You have to pee.
Systolic blood pressure rose on average by about 4 points, and diastolic blood pressure, by 3 points, in the study of middle-aged women who hadn’t been to the bathroom for at least 3 hours. Similar effects were seen in men and women of different ages. High blood pressure becomes more likely as you get older, so you need to get accurate readings. An empty bladder may be one way to help do this.

Non-steroidal anti-inflammatory drugs
All NSAIDs, such as aspirin and ibuprofen, can boost your numbers – whether you’re healthy or already have high blood pressure. While the average rise is only a few points, the wide range means that it can affect some people much more than others.

Your doctor’s office
If you compare the readings during your appointment with the numbers you get at home, you may see a difference. The ‘white coat effect’ is a rise in blood pressure – 10 points higher in systolic (upper) and 5 points higher in diastolic (lower) – that can happen simply because of where you are. The cause of the bulge is likely nerves or anxiety.

decongestant
Ingredients like pseudoephedrine and norepinephrine narrow your blood vessels. This means that the same amount of blood has to squeeze through a smaller space, like a crowd squeezing through a hallway. These medications can also make blood pressure medications less effective. Your doctor or pharmacist can help you choose over-the-counter products for sinus problems and colds, which are safer if you have high blood pressure.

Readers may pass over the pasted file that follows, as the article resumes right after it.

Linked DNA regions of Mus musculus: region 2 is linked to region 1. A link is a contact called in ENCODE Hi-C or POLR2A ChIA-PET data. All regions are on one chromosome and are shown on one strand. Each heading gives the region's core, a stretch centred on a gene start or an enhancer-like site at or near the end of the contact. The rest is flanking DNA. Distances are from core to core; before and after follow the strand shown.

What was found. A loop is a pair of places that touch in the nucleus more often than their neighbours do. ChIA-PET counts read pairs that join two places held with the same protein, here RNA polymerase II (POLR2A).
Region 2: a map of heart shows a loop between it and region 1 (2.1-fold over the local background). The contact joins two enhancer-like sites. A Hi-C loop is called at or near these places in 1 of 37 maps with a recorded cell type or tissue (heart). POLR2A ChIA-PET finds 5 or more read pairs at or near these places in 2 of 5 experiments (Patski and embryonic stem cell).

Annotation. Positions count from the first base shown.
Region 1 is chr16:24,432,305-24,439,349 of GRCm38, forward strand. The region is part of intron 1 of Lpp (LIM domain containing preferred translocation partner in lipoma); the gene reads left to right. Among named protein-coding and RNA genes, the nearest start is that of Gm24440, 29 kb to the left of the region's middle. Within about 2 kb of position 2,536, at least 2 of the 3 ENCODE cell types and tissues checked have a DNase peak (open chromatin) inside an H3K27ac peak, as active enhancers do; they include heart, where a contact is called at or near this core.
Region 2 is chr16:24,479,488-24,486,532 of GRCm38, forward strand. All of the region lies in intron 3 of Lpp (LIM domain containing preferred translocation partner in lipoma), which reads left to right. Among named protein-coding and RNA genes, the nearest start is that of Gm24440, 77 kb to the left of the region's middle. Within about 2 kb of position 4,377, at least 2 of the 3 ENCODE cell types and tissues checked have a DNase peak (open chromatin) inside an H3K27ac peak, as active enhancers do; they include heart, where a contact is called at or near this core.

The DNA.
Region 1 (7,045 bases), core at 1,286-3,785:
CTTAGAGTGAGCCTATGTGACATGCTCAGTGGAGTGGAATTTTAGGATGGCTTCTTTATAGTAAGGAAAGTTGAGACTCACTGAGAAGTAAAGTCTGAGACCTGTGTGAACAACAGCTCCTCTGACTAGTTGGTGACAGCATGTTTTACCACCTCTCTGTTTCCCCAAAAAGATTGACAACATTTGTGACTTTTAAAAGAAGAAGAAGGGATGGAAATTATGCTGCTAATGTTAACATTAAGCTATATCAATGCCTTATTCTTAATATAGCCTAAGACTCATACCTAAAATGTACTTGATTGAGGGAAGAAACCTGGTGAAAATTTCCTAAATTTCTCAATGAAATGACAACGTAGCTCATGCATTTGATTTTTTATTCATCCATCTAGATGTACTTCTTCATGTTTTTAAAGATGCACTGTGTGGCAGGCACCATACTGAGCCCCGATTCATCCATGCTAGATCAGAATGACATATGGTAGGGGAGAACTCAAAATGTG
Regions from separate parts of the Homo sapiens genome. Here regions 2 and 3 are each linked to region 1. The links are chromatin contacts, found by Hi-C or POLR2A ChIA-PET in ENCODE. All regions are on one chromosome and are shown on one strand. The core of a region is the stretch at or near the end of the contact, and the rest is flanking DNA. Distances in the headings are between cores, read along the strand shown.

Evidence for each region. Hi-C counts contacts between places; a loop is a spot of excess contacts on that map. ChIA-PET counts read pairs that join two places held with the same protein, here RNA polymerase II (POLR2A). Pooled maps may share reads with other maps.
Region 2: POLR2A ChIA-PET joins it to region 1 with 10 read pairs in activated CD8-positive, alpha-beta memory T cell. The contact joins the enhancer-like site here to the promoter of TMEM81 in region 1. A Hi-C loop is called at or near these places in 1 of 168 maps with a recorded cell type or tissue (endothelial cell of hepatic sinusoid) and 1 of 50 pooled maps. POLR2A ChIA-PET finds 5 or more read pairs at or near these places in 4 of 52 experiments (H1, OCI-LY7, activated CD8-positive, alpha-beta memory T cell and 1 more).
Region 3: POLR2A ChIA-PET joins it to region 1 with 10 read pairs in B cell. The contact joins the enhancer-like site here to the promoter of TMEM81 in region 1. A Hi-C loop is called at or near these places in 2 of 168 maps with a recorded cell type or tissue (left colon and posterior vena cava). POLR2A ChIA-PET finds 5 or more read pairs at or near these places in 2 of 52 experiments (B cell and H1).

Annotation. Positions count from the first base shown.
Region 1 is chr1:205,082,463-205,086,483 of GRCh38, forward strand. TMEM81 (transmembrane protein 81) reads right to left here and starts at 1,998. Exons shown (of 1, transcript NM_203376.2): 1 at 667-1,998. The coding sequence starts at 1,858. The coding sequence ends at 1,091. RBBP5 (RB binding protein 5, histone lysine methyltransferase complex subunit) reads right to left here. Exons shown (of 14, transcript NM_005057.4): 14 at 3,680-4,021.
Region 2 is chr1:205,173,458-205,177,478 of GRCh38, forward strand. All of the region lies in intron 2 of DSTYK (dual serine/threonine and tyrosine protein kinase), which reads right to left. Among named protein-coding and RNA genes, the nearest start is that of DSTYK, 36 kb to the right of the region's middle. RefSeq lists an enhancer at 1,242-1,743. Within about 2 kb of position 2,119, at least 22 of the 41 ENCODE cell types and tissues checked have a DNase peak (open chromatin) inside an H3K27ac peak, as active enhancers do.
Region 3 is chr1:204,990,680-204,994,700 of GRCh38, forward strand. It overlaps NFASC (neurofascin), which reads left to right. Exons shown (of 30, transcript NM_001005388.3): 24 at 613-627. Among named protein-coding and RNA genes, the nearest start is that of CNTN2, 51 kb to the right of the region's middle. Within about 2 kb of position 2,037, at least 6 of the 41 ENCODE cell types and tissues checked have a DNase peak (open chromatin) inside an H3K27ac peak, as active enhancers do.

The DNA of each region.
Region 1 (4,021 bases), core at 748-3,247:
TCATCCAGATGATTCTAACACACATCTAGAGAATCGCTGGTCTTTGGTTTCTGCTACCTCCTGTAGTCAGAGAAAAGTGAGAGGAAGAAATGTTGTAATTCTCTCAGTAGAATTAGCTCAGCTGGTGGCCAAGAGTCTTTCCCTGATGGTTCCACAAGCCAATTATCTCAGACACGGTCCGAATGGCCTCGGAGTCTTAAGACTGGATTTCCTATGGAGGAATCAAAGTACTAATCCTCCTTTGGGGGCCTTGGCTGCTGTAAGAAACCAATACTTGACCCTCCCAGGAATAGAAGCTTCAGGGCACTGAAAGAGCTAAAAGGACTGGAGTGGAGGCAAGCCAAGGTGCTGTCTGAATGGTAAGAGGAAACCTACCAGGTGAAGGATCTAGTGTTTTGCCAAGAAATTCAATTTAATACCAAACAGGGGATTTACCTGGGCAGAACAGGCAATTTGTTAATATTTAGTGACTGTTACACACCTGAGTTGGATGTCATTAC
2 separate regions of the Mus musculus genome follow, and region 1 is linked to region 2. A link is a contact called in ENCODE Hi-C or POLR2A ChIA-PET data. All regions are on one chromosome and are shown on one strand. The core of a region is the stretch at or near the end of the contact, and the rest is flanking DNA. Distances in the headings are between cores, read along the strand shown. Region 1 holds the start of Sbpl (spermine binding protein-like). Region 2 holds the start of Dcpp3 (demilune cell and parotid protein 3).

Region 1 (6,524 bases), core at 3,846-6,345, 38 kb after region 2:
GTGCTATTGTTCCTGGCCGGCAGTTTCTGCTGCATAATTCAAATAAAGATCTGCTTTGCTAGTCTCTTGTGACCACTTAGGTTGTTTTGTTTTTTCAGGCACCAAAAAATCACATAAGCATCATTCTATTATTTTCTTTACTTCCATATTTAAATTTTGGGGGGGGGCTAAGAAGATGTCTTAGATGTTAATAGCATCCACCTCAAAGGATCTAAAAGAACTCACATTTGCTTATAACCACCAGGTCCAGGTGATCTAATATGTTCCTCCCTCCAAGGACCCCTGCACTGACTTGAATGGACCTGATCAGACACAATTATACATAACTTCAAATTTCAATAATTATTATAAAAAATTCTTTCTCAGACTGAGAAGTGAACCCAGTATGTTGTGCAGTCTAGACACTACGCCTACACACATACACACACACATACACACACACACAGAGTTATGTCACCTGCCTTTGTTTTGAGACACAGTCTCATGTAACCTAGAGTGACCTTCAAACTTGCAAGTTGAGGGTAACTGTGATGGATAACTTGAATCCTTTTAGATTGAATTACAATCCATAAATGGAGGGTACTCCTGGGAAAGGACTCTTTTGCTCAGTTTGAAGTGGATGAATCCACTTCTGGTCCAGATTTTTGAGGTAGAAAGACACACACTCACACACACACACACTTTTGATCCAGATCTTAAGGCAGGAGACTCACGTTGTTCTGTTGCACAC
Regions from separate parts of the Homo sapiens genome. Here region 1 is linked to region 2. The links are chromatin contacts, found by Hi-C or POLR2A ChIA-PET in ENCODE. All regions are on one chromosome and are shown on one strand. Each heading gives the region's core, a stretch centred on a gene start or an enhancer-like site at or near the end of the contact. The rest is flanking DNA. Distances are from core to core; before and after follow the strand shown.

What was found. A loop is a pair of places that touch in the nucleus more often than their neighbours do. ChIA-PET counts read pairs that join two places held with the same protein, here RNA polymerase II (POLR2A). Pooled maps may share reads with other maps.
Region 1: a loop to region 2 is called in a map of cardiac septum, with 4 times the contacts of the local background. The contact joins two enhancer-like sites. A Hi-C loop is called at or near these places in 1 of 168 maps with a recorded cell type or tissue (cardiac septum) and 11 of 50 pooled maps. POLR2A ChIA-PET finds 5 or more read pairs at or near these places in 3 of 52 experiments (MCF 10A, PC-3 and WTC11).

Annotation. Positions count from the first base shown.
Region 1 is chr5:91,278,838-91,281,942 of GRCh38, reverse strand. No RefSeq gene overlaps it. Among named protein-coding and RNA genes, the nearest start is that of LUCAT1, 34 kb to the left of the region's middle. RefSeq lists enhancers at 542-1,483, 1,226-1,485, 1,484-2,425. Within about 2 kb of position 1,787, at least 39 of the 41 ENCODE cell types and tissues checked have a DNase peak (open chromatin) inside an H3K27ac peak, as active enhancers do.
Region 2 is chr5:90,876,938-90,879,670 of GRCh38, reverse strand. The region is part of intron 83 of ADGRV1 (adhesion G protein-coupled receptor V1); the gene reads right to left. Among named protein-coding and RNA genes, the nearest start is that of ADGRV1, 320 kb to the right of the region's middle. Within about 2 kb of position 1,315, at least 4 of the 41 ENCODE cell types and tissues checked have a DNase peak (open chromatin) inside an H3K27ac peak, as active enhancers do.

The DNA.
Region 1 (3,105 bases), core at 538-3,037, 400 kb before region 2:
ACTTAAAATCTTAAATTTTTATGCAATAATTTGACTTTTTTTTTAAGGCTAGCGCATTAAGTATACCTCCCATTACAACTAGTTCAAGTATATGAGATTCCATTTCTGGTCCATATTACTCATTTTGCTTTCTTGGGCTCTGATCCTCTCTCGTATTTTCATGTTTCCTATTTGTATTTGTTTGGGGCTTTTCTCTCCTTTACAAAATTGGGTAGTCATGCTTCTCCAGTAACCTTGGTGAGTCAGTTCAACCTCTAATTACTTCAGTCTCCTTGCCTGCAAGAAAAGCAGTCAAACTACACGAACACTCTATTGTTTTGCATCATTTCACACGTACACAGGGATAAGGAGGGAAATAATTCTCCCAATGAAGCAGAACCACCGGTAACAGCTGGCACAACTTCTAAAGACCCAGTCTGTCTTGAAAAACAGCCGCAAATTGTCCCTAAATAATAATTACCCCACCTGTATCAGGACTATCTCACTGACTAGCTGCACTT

dehydration
When your body’s cells don’t have enough water, your blood vessels tighten. This is because your brain sends a signal to your pituitary gland to release a chemical that constricts your blood vessels. And your kidneys reduce urine to hold on to the fluid you have, which also triggers tiny blood vessels in your heart and brain to squeeze more.

Hormonal contraceptives
Pills, injections, and other birth control devices use hormones that narrow blood vessels, so it’s possible that your blood pressure could rise. It’s more likely to be a problem for women who are over age 35, overweight, or who smoke. You may want to keep an eye on your blood pressure, checking it every 6 to 12 months. A lower dose of estrogen may bring your numbers closer to normal.

conversation
This happens whether you’re young or old, wherever you are. The higher your resting blood pressure, the higher the number will be when you start talking. And this effect lasts for a few minutes. It seems that the subject matter and emotional content of what you say is more important than the way you move your mouth.

antidepressant
Drugs that target brain chemicals like dopamine, norepinephrine, and serotonin – including venlafaxine (Effexor), monoamine oxidase inhibitors (MAOIs), tricyclic antidepressants, and fluoxetine (Prozac, Sarafem) – can change not only your mood, but also your blood pressure. If you’re also taking lithium or other drugs that affect serotonin, selective serotonin reuptake inhibitors (SSRIs) may raise your blood pressure.